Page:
Birrell was of course opposed to Sinn Fein and the separatists. He believed in continuing the close contact between the two islands after home rule. He, and the members of the British cabinet and the British people, greatly misjudged the surge of separatism which followed 1916, an event which lead to his own downfall. He had a close relationship with Redmond and the Irish Parliamentary Party. He was an intimate colleague of Asquith’s whom he greatly admired. He disliked Lloyd George whom he did not trust as a cabinet colleague and who, he states, blamed the Irish entirely for the gathering crisis. During his tenure of office in Ireland he was scathing about jobbery which was then rife under the British administration, and he was equally scathing about the Honours List.
O’Broin, on page 109, referring to the split in the Volunteers in 1914 when the Great War commenced, states
A month earlier a committee of the American Clann na Gael told the German ambassador in the United States that it was their intention to organise an armed revolt in Ireland and ask for military assistance. This decision was communicated to the Supreme Council of the IRB who agreed that the rebellion should take place before the war ended.
I had been unaware that the Americans were implicated in sowing the seed of the 1916 rebellion.
It was also interesting to read on another page that when partition was first proposed it was strongly resisted by the members of the legal profession and by many of the industrial and business leaders in the North of Ireland. Like Sturgis, whose diary was edited by Michael Hopkinson and who was in Dublin Castle from 1920 to 1922, Birrell was critical of the incompetent Dublin Castle administration with its many squabbles and poor insights into the minds of the people, and he was dismissive of the part played by Lord Aberdeen, the Lord Lieutenant, (and by his busybody wife!).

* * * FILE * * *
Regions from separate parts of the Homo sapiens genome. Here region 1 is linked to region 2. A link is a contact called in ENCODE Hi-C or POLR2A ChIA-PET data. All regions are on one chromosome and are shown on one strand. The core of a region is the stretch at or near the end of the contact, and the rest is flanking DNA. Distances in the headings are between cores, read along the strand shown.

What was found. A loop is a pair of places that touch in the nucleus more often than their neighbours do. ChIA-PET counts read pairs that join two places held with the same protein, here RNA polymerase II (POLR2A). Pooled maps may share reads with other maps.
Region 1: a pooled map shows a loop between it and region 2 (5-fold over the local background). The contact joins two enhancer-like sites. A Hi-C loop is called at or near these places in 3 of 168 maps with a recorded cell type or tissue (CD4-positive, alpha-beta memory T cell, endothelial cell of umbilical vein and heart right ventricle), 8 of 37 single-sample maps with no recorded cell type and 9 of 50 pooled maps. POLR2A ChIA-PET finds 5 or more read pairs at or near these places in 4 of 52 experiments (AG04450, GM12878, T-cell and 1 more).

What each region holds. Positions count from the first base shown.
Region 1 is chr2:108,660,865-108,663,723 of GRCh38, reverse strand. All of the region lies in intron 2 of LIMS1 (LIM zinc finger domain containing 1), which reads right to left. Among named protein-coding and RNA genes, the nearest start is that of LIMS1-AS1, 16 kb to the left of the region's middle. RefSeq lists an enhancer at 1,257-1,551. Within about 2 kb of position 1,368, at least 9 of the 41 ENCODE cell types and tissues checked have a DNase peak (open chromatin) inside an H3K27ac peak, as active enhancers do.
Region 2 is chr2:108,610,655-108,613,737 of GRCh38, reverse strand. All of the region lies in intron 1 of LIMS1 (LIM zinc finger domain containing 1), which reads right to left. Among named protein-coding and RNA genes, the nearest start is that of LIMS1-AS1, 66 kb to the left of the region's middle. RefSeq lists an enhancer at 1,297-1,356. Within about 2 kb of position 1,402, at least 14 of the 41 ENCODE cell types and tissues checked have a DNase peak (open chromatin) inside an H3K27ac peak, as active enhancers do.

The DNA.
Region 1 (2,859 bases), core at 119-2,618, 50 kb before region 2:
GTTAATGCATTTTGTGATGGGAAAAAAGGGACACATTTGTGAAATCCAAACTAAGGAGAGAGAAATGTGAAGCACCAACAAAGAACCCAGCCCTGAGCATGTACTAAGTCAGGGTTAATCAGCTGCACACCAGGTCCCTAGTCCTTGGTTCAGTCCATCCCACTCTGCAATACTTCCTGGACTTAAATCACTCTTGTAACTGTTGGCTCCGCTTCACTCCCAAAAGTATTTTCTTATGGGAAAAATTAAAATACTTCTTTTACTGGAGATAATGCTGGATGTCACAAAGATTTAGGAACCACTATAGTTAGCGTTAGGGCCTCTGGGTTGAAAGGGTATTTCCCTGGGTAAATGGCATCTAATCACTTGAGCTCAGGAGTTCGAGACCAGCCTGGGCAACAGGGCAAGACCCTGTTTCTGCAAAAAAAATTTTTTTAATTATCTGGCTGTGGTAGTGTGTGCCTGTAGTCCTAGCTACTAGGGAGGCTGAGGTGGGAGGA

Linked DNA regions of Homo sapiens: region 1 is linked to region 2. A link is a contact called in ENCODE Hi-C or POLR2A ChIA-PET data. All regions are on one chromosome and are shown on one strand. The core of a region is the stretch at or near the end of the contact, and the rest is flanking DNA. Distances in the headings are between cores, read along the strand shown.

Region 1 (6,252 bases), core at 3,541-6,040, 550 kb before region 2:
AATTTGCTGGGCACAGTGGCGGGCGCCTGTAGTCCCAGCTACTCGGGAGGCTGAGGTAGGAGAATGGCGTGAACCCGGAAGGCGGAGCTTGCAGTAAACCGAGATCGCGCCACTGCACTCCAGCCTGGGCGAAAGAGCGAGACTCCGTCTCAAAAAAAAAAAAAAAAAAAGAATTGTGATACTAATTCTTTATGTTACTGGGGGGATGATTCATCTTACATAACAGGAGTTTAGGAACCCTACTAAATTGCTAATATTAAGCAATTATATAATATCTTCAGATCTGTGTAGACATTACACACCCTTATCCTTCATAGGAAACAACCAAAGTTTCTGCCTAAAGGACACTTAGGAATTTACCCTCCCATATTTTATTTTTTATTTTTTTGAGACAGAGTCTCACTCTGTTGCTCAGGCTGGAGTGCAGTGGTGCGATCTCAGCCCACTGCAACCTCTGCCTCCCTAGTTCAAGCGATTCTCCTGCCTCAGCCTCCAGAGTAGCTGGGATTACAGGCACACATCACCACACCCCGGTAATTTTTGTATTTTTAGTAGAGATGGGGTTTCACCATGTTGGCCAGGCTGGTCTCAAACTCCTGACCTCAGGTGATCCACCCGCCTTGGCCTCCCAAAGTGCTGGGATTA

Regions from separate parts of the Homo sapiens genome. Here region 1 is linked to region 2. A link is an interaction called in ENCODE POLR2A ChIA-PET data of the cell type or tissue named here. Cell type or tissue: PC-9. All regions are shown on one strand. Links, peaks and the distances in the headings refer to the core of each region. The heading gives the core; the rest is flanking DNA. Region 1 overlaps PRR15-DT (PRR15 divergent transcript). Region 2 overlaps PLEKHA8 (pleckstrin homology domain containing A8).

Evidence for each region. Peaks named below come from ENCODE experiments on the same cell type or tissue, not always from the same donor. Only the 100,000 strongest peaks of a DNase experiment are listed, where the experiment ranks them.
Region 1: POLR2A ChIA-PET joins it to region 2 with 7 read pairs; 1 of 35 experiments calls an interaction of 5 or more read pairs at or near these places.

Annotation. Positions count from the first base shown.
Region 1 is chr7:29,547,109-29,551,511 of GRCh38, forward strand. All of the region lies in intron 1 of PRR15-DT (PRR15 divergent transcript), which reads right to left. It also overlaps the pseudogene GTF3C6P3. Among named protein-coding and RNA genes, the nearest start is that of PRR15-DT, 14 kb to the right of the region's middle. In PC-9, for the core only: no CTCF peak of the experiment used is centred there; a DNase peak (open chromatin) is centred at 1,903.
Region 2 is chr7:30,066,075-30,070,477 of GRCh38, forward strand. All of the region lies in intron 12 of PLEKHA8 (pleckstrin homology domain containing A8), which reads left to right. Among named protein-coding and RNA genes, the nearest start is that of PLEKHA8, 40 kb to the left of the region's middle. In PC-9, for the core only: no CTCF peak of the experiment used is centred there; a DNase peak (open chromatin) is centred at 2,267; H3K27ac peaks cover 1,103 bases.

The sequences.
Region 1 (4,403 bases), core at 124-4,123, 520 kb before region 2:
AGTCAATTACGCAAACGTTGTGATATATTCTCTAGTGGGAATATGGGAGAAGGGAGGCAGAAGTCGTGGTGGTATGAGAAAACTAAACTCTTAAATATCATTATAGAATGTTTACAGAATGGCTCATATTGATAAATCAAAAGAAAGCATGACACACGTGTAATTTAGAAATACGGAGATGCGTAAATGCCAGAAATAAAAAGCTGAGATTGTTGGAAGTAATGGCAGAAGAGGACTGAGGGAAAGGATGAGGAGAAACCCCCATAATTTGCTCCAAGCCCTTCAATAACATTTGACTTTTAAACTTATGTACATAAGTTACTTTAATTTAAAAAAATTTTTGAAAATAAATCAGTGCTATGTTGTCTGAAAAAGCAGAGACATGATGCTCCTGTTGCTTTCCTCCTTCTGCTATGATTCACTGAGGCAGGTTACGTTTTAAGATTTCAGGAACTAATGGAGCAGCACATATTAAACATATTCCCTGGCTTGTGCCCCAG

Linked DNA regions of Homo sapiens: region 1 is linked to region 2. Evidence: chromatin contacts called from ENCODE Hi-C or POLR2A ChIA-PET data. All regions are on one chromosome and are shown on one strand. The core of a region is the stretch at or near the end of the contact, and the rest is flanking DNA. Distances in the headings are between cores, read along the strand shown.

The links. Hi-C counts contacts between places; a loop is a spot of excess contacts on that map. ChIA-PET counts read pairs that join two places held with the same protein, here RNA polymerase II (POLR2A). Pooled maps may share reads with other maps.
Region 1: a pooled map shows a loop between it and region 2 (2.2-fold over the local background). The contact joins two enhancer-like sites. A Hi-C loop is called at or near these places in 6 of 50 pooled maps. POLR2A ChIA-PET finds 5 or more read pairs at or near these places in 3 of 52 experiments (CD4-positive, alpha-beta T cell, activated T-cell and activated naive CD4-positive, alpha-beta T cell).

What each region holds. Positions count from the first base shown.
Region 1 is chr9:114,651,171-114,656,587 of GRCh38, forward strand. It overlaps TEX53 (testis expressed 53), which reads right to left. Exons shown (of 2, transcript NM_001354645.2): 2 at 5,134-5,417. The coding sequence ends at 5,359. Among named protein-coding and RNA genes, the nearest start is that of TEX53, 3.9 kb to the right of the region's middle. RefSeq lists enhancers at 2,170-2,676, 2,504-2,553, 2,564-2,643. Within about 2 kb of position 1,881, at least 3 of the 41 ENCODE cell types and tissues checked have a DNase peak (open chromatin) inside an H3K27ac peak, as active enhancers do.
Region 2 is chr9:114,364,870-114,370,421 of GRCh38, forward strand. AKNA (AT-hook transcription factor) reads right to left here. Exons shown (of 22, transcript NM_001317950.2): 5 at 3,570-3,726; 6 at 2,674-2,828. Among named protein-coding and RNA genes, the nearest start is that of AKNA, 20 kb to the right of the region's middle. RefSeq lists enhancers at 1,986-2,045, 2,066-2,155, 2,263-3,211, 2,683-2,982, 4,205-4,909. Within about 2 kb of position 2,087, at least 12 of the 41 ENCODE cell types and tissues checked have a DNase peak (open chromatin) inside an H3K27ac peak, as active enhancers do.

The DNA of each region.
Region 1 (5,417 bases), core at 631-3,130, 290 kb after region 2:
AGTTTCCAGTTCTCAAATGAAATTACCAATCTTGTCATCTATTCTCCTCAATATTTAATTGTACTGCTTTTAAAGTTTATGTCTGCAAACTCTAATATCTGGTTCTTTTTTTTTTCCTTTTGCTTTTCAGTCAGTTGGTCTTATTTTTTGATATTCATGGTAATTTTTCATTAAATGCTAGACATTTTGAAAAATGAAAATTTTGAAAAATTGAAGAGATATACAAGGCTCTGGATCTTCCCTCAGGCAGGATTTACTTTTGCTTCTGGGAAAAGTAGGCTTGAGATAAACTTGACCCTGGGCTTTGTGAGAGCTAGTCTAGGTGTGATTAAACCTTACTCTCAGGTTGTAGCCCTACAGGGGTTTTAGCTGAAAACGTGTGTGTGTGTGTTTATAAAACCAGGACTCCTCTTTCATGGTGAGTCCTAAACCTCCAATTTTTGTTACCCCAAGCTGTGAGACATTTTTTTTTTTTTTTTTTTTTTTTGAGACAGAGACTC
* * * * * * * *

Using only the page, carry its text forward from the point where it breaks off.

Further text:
Reading these pages one wonders how any settlement of the Irish question was achieved when such disagreement existed between the two countries, and when so many different opinions and passions were evident within each country. The account of Birrell’s life underlines the fact that the disintegration of the British Empire can be attributed as much to the conflict which existed within the British system in Westminster, to Tory conservatism and to the incompetence of the British administration more than to external factors.
Following the 1916 debacle, Birrell lived until 1933. He became a lonely and reclusive figure, widowed twice before his retirement from his post in Ireland, and apparently forgotten or largely ignored by his political colleagues. His services to Anglo-Irish relations were also forgotten in both islands, except by two Irish writers, Piaras Béaslí and P.S.O’Hegarty, who believed that Birrell’s low profile and non-coercive approach to the Irish, if he had survived 1916, might have succeeded in reaching an earlier and more amicable settlement if it were not for Lloyd George’s disastrous attempt to impose conscription on Ireland in the Spring of 1918 and the trumped German Plot about the same time. During his nine years as Chief Secretary Birrell was actuated by a non-coercive policy because of his fear of creating martyrs, a policy which, perhaps unfortunately, was subordinated by the martyrs of 1916 and after his departure from the scene.